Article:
Austen's Women: Lady Susan

Show Reviews

Always Time For Theatre

Jane Austen's women are some of the most entertaining characters to be found within the pages of classic novels, and the wit and intelligence of her writing shines brightly in Dyad Productions' Lady Susan. Drawing on key missives from Austen's epistolary novel and playing every role in later interactions, Rebecca Vaughan triumphs in this one woman show.

There's a real sense of mischief from the start as the recently widowed Lady Susan begins her tale of scheming, coquetry and husband-hunting, taking great pleasure in laying bare her plans and sparing no self-congratulation along the way. Vaughan moves between characters with impressive precision and distinctiveness under direction of Andrew Margerison, and the sense of sharpness is helped along by small but mighty devices - namely the clapping of hands to cue Lady Susan's take-over of the narrative, which becomes increasingly comic as she seems to hijack the piece at the height of her frustrations.

But much of the performance takes shape as a battle of wills between the influential Lady Susan and sister-in-law Catherine. As the scheming, resourceful Lady Susan, Vaughan speaks in confident velvet tones and with force, right from the diaphragm. This is a woman full of practised artifice and unshakeable clarity of ambitions - she inspires humour with her audacity and barbed judgements of others, landing deliciously biting lines with a permanent knowing smirk.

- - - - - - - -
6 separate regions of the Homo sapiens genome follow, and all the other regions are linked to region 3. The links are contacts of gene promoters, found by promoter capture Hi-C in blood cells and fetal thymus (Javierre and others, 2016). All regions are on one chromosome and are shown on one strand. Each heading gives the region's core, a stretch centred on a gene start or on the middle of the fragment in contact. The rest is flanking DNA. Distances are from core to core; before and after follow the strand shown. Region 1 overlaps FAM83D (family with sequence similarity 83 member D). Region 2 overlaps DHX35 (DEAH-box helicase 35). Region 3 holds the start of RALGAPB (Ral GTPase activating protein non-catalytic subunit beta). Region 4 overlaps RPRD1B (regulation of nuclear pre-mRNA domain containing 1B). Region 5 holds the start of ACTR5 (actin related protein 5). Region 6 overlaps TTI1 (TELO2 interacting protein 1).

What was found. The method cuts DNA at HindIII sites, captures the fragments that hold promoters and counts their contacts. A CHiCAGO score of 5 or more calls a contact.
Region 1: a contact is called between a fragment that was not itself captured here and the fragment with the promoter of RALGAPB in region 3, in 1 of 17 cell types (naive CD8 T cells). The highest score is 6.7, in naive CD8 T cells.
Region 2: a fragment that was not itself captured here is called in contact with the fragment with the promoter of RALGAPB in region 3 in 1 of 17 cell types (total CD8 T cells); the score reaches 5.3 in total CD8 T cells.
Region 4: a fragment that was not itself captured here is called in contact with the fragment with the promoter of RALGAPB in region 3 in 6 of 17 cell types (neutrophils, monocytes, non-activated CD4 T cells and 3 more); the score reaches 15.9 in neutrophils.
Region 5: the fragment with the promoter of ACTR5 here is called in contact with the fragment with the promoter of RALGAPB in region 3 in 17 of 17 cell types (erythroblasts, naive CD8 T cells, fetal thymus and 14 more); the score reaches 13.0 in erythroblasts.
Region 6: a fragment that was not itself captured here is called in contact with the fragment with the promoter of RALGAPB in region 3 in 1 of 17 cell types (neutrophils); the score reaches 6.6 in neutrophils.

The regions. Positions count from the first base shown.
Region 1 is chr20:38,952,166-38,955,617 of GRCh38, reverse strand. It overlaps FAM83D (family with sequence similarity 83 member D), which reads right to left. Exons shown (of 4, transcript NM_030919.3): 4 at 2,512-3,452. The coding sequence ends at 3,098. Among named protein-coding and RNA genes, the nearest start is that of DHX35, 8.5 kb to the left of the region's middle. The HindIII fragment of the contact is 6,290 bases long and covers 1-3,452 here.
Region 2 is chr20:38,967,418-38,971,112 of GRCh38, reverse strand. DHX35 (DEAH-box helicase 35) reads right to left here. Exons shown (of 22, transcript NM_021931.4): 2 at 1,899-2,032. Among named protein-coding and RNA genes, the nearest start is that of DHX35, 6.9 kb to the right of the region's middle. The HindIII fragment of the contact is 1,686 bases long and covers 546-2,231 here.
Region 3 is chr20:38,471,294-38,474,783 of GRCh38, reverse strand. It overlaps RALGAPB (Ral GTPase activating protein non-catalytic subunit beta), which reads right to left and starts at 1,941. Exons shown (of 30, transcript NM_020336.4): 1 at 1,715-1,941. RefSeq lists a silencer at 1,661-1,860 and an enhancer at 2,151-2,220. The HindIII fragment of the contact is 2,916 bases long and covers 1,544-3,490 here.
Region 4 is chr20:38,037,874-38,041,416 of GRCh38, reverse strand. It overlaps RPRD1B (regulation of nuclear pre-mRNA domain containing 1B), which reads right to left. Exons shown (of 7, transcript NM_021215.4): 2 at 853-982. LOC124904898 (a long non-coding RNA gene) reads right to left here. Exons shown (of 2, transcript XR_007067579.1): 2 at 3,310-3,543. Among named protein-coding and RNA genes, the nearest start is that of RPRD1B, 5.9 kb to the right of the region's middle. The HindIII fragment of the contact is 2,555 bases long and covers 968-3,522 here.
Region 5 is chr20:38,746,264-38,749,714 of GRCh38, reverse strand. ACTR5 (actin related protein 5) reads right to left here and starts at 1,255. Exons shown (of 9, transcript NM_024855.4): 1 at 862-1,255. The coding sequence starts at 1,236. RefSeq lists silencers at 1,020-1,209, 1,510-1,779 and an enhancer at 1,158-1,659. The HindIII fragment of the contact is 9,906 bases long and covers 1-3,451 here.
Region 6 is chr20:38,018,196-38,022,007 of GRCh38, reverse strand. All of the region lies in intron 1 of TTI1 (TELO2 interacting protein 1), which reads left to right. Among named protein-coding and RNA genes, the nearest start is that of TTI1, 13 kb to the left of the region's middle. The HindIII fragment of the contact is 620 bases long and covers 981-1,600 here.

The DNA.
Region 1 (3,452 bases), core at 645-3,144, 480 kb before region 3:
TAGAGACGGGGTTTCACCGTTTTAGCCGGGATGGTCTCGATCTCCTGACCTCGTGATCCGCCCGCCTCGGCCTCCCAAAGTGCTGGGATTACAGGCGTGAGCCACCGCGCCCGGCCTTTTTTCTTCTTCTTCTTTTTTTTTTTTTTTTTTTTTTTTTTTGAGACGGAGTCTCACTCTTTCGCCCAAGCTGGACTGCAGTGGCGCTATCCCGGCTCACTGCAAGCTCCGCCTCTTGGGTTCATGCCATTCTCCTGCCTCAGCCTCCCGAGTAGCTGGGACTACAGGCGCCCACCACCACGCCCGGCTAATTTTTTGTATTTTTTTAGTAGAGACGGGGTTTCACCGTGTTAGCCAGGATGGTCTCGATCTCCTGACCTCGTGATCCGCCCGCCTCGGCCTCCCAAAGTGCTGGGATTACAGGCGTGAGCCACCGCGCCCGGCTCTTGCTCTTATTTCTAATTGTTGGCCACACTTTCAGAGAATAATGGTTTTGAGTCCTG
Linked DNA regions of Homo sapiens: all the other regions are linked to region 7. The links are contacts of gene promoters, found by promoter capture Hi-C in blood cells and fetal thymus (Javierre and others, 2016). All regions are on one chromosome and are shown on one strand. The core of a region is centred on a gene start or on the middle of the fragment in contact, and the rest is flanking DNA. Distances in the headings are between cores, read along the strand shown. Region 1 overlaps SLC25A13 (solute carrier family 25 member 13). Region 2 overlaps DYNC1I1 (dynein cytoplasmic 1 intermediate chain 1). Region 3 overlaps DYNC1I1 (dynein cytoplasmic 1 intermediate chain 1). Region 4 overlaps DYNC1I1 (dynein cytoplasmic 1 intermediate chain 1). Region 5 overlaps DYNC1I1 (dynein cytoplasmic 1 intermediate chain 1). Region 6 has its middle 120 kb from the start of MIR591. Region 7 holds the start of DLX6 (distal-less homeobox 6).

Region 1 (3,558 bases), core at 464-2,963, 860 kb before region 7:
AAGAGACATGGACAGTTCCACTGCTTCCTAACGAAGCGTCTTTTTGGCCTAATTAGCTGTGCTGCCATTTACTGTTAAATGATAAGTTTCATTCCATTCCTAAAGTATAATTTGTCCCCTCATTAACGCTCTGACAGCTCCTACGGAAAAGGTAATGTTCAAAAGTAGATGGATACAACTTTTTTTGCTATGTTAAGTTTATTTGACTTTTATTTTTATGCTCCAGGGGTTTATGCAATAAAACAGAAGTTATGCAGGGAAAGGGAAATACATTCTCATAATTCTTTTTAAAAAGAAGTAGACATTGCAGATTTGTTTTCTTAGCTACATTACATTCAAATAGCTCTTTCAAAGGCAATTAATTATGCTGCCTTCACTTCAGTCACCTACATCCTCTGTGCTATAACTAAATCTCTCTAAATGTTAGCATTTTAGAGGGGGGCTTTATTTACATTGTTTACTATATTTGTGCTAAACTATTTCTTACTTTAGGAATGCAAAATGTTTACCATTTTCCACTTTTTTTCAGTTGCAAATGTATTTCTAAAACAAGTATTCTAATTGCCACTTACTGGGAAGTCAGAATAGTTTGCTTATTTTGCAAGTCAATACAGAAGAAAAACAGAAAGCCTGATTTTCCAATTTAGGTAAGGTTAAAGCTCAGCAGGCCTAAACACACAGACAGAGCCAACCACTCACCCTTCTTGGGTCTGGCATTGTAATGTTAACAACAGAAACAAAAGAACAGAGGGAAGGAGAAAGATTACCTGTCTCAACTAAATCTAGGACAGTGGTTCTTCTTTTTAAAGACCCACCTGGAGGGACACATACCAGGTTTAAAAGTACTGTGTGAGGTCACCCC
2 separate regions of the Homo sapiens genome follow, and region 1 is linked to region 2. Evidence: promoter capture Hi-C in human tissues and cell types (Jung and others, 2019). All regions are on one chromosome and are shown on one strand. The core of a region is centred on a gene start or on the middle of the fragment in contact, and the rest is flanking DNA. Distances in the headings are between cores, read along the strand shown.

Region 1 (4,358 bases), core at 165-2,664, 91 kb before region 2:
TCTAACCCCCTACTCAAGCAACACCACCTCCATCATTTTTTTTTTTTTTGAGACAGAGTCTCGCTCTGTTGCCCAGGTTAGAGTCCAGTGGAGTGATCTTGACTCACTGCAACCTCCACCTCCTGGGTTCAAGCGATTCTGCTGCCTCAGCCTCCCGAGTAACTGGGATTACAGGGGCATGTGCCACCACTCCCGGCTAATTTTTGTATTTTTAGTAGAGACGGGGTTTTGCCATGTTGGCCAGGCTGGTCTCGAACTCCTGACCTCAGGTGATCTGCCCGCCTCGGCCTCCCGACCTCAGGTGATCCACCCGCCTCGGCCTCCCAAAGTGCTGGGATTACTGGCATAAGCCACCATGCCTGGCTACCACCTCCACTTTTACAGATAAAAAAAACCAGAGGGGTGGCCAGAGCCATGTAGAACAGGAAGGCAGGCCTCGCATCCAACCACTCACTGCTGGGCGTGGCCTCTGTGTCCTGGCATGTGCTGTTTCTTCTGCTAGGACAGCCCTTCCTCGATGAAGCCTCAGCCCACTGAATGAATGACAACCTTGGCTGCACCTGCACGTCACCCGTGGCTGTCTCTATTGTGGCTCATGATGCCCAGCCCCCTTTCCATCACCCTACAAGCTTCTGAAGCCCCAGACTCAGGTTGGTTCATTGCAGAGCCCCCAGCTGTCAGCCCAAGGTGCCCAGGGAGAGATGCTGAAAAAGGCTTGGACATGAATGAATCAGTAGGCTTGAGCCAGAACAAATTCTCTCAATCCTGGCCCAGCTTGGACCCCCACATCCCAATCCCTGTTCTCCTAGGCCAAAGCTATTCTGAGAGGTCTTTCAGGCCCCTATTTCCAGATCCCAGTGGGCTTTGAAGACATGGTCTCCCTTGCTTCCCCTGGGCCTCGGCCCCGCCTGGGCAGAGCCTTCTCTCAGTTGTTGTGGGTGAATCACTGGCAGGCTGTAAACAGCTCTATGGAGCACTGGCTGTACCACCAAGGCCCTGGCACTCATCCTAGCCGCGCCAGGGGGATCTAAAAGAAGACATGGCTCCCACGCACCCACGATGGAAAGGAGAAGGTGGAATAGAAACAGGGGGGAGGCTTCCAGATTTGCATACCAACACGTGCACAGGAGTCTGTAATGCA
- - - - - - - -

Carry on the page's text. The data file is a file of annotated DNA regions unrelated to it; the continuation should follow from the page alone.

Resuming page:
Catherine is a stark transformation as Vaughan crosses the stage from chaise to chair: high-pitched irritation is her baseline and she pairs this with a fantastically mobile expressiveness, grimacing and tutting to her heart's content. Some of the most comic moments belong to the speechless Catherine, who finds as much expressiveness in face as in shrillness and tight, incredulous laughs that she never fully releases from her throat.

Daughter Frederica takes a careful mid pitch between the two, and a softer tone, lingering on words with fluttering eyes as she heads for marriage and begins to pick up her mother's alluring mantle. The Grand matriarch Mrs De Courcy is conjured with shawl, crumbling posture and an aged voice from the depths of a cave somewhere, booming her disapproval with great comic impact - it's a wonder that Vaughan can use her voice so powerfully in such costuming, but she's mastered 60 minutes of constant speech in a corset like nobody's business.